The Belgian government has said that two of the country's oldest nuclear power reactors - Doel units 1 and 2 - can operate for a further ten years, reversing an earlier decision that the units must shut down in 2015.
|The Doel plant (Image: Electrabel)
Belgium's Council of Ministers announced in July 2012 that Doel 1 and 2 - 433 MWe pressurized water reactors (PWRs) that have been in operation since the mid-1970s - were to close in February and December 2015, respectively, after 40 years of operation.
However, yesterday the Council of Ministers from the new ruling coalition agreed that the two units - operated by GDF Suez subsidiary Electrabel - could continue operating for a further ten years to 2025.
Energy minister Marie-Christine Marghem said that it was an "unconditional prerequisite" that the Belgian nuclear regulator - the Federal Agency for Nuclear Control (FANC) - also approves the licence extension for the two reactors. She noted that Belgium's planned nuclear phase-out by the end of 2025 remains in place.
A GDF Suez spokesman was cited by Les Echos as saying, "The Belgian nuclear safety agency has to agree and the law must be changed." He said that the cost of complying with standards related to the extension will cost "several hundred million euros."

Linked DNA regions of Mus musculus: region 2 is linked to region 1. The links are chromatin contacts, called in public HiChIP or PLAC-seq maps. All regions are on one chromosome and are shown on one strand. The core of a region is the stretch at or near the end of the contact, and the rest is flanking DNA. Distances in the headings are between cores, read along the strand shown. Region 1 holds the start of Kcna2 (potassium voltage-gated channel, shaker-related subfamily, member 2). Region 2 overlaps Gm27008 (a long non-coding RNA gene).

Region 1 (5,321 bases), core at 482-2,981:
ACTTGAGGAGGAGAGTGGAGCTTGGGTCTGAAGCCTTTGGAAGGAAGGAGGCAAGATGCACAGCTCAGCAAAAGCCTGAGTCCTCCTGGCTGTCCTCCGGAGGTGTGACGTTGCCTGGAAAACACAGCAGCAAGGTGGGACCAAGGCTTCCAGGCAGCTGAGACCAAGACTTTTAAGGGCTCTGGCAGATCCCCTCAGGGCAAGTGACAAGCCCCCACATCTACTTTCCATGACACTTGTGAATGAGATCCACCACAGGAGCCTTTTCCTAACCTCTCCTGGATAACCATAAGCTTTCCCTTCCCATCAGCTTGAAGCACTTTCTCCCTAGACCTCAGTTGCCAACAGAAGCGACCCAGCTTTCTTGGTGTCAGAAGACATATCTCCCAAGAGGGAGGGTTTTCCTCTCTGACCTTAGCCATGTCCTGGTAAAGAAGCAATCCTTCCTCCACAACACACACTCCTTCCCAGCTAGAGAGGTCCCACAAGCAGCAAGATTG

Electrabel said, "To consent to this massive investment, we need a clear legal and economic framework." The company will hold discussions with the energy minister over the coming weeks, it said.
The future of the country's reactors has long been the subject of political debate. A 2003 government act limited the operating lives of Belgium's nuclear power plants to 40 years and prohibited the construction of new units, effectively meaning a nuclear phaseout beginning at Doel in 2014. In 2009 the government decided to allow the oldest plants to extend their operating lives by ten years - although demanding in return that nuclear power producers must pay an annual 'contribution' to the Belgian budget. However, Belgian elections in 2010 and a protracted process to form a new government meant the new proposals were never enshrined in law.
Of the remaining Belgian units, Doel 3 and Tihange 2 look set to close when they reach the end of their 40-year lives in 2022 and 2023, with Doel 4 and Tihange 3 along with the life-extended Tihange 1 following suit in 2025.
Belgium has a total of seven operating nuclear units totalling 5943 MWe of generating capacity, which provide around 50% of the country's domestically produced electricity.
There has been concerns that the country could face electricity shortages in the coming winter as three of its seven reactors have been offline for extended periods. While Doel 4 was returned to service today following repairs to its steam turbine, Doel 3 and Tihange 2 have remained offline since 2012 because of concerns about defects in their reactor pressure vessels.
Researched and written
by World Nuclear News